The same sample used for the visual above showed that when asked whether they had “stocked up on food, medical supplies, or cleaning supplies”, just 43% of those making less than $24,000/year and only 49% of those making between $24,000 and $47,000, said they were, while nearly two-thirds of those making $180,000 or more answered “yes”.

Fast forward four months, and nearly 30 million people in the world’s richest country indicated they didn’t have enough to eat last week, according to the Census Bureau’s Household Pulse Survey.

Although it’s rarely the case that the rich don’t have an advantage over the less affluent in a crisis, the nature of the pandemic has amplified the divide by working on both sides of the wealth gap.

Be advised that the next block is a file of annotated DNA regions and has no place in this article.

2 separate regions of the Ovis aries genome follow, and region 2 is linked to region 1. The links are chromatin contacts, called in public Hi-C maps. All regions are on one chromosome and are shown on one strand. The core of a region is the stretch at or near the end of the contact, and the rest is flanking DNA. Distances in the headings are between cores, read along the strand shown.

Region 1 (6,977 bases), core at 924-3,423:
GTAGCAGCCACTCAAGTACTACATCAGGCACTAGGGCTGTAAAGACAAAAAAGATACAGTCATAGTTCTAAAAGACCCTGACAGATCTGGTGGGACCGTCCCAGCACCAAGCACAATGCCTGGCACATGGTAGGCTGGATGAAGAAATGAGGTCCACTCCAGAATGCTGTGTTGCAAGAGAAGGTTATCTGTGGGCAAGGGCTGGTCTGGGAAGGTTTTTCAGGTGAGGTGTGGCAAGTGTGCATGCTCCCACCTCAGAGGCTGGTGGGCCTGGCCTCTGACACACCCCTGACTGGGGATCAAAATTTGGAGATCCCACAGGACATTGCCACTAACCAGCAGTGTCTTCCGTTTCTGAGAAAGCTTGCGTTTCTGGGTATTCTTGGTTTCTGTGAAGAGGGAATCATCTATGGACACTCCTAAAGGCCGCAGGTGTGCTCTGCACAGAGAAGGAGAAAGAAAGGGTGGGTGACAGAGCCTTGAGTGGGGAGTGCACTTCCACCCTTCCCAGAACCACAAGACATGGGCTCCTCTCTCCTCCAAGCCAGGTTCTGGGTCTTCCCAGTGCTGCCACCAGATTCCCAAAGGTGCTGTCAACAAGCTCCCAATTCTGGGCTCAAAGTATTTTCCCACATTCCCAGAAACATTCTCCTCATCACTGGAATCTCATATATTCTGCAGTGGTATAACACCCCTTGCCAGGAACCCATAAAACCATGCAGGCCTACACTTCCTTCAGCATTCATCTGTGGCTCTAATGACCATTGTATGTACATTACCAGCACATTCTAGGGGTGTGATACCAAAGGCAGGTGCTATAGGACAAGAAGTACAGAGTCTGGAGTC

That is, it’s increased the value of the companies which have facilitated virtual interaction and the delivery of goods and services to doorsteps, while simultaneously posing an existential threat to the industries where lower- and middle-income people are most likely to work, which also happen to be the sectors least amenable to work-from-home arrangements.

Not only that, lower-income groups are more exposed to scenarios in which taking a leave of absence or a paid holiday might be the difference between life and death. The figure (below) shows the percent of private industry workers with access to paid sick leave, vacation, and holidays, by wage category, last year.

To be clear, Donald Trump is correct. “Changes must be made, and soon!”